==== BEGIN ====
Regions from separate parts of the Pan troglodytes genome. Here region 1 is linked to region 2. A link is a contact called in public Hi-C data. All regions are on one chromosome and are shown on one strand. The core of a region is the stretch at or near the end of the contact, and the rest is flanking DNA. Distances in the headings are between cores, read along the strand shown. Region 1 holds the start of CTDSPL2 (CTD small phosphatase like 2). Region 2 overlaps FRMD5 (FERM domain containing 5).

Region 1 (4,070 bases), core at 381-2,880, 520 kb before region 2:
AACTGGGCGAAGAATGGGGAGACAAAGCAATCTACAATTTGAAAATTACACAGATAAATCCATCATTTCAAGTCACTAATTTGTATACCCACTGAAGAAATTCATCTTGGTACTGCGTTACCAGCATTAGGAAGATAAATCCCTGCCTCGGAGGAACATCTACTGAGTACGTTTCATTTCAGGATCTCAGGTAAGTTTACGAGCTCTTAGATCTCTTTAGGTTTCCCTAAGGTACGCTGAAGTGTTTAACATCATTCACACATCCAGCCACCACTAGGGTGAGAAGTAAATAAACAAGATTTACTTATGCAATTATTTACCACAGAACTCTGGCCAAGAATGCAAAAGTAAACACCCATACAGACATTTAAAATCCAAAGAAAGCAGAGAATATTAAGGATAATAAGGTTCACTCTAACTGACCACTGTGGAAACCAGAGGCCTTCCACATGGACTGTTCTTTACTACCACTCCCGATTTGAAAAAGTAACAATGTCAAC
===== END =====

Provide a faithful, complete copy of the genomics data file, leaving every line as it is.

Regions from separate parts of the Pan troglodytes genome. Here region 1 is linked to region 2. A link is a contact called in public Hi-C data. All regions are on one chromosome and are shown on one strand. The core of a region is the stretch at or near the end of the contact, and the rest is flanking DNA. Distances in the headings are between cores, read along the strand shown. Region 1 holds the start of CTDSPL2 (CTD small phosphatase like 2). Region 2 overlaps FRMD5 (FERM domain containing 5).

Region 1 (4,070 bases), core at 381-2,880, 520 kb before region 2:
AACTGGGCGAAGAATGGGGAGACAAAGCAATCTACAATTTGAAAATTACACAGATAAATCCATCATTTCAAGTCACTAATTTGTATACCCACTGAAGAAATTCATCTTGGTACTGCGTTACCAGCATTAGGAAGATAAATCCCTGCCTCGGAGGAACATCTACTGAGTACGTTTCATTTCAGGATCTCAGGTAAGTTTACGAGCTCTTAGATCTCTTTAGGTTTCCCTAAGGTACGCTGAAGTGTTTAACATCATTCACACATCCAGCCACCACTAGGGTGAGAAGTAAATAAACAAGATTTACTTATGCAATTATTTACCACAGAACTCTGGCCAAGAATGCAAAAGTAAACACCCATACAGACATTTAAAATCCAAAGAAAGCAGAGAATATTAAGGATAATAAGGTTCACTCTAACTGACCACTGTGGAAACCAGAGGCCTTCCACATGGACTGTTCTTTACTACCACTCCCGATTTGAAAAAGTAACAATGTCAAC